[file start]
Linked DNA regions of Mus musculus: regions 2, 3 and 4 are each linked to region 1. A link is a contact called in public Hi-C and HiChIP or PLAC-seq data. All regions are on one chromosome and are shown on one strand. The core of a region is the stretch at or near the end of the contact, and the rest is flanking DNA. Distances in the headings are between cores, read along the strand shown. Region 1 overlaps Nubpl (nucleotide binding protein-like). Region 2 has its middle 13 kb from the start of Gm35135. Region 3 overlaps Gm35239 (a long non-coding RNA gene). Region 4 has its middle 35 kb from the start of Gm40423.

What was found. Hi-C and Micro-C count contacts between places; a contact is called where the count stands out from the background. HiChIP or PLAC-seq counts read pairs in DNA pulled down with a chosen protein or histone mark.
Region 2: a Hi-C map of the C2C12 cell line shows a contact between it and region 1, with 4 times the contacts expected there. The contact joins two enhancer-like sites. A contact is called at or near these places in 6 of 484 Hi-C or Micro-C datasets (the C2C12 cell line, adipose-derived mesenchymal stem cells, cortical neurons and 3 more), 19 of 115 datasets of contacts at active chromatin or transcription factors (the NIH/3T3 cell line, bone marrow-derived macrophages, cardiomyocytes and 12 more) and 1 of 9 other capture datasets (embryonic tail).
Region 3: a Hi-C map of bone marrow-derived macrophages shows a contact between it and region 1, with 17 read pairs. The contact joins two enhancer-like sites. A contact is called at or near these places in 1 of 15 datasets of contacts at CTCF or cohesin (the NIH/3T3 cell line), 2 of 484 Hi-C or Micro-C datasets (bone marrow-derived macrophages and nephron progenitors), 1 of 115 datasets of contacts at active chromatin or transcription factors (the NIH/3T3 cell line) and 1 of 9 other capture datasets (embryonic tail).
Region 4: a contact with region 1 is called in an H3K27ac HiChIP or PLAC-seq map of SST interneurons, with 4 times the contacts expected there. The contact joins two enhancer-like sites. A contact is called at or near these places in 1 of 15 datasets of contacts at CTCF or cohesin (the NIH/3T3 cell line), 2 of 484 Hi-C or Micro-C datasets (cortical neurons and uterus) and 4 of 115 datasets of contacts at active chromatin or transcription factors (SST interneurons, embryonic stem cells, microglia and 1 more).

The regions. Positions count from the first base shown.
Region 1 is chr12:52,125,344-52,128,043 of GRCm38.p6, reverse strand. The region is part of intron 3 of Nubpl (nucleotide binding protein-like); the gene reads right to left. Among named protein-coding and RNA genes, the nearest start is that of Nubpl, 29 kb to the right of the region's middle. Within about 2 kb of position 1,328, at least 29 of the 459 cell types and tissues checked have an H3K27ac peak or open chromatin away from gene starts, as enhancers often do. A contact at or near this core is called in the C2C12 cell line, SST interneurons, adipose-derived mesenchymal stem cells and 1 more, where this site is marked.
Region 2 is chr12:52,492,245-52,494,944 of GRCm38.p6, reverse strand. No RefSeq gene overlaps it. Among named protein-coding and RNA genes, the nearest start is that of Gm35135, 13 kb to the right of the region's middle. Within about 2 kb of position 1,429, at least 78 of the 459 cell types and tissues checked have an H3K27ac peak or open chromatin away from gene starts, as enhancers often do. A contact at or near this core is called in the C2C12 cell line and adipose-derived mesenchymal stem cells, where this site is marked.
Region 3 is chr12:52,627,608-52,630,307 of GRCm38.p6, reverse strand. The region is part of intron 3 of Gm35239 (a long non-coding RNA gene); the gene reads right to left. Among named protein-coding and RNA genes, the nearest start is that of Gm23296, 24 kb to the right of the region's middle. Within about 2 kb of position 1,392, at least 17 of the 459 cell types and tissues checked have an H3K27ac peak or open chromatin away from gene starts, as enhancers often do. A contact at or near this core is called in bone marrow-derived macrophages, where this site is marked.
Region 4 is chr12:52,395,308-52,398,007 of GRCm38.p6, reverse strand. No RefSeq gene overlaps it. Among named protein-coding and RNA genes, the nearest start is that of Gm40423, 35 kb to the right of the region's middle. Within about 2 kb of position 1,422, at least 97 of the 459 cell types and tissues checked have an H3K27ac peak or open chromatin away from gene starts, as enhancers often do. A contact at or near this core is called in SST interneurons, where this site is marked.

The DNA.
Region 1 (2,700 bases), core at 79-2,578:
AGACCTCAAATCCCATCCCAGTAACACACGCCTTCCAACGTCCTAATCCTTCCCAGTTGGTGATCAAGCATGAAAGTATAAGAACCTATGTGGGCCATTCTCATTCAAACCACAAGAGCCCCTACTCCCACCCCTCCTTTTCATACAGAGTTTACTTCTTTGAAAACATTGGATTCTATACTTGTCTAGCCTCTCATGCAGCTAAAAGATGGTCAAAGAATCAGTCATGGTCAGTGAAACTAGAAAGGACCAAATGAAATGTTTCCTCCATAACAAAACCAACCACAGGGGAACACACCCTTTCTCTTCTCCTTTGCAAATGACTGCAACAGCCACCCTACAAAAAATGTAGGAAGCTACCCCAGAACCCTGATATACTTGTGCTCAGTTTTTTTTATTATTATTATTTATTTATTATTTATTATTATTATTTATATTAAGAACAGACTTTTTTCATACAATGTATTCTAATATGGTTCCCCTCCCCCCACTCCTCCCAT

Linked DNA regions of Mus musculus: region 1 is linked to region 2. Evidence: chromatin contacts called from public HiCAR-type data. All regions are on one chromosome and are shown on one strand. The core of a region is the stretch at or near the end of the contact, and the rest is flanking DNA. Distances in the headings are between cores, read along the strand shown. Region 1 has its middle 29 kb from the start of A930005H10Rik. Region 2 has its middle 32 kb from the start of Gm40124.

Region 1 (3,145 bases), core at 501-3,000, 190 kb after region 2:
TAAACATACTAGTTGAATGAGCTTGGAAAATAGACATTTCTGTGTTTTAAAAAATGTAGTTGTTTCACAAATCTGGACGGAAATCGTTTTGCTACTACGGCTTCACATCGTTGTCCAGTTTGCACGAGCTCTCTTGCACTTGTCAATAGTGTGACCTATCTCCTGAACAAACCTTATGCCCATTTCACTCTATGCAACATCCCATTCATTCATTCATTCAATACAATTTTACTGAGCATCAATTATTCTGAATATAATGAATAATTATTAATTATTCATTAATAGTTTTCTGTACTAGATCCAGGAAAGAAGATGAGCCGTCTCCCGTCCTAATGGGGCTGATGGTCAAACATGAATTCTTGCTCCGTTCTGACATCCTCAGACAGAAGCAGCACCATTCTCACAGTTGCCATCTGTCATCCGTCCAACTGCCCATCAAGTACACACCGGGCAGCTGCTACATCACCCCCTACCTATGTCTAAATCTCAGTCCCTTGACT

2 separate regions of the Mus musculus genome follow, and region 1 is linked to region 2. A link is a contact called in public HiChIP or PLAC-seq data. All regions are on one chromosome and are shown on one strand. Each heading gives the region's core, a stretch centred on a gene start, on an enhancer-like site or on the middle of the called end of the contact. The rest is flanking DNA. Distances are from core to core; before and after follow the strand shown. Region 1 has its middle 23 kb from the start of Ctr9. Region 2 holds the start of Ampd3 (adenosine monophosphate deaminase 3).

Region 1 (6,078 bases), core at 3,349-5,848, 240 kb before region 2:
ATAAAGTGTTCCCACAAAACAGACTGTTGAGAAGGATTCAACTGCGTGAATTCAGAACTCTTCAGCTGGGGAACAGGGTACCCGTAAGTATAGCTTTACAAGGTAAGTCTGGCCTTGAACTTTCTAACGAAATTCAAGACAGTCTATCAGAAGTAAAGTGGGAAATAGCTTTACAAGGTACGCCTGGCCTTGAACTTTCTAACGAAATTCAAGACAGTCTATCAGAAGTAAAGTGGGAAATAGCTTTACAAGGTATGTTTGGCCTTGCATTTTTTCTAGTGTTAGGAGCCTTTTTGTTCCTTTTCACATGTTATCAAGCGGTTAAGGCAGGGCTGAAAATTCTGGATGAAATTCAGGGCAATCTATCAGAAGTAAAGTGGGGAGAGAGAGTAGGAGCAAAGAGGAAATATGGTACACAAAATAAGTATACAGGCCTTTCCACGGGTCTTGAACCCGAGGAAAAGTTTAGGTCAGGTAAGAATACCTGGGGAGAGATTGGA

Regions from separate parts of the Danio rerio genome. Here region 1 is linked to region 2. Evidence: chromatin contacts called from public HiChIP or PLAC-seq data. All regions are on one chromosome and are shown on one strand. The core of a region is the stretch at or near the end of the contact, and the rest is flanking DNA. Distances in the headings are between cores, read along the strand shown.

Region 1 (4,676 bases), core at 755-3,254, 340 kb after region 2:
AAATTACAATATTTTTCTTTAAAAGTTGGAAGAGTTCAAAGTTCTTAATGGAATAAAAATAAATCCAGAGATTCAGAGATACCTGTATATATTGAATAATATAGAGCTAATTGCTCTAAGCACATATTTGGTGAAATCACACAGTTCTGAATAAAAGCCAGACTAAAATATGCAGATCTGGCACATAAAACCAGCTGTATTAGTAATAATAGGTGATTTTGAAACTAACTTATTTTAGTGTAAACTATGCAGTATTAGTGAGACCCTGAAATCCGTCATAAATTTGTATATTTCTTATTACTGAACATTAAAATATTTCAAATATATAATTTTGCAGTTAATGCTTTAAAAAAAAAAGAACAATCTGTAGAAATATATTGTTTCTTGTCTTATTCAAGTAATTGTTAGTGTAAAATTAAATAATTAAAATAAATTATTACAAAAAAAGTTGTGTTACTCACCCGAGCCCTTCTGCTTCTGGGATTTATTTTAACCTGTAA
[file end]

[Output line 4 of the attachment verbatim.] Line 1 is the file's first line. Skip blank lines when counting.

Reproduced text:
Region 3: a Hi-C map of bone marrow-derived macrophages shows a contact between it and region 1, with 17 read pairs. The contact joins two enhancer-like sites. A contact is called at or near these places in 1 of 15 datasets of contacts at CTCF or cohesin (the NIH/3T3 cell line), 2 of 484 Hi-C or Micro-C datasets (bone marrow-derived macrophages and nephron progenitors), 1 of 115 datasets of contacts at active chromatin or transcription factors (the NIH/3T3 cell line) and 1 of 9 other capture datasets (embryonic tail).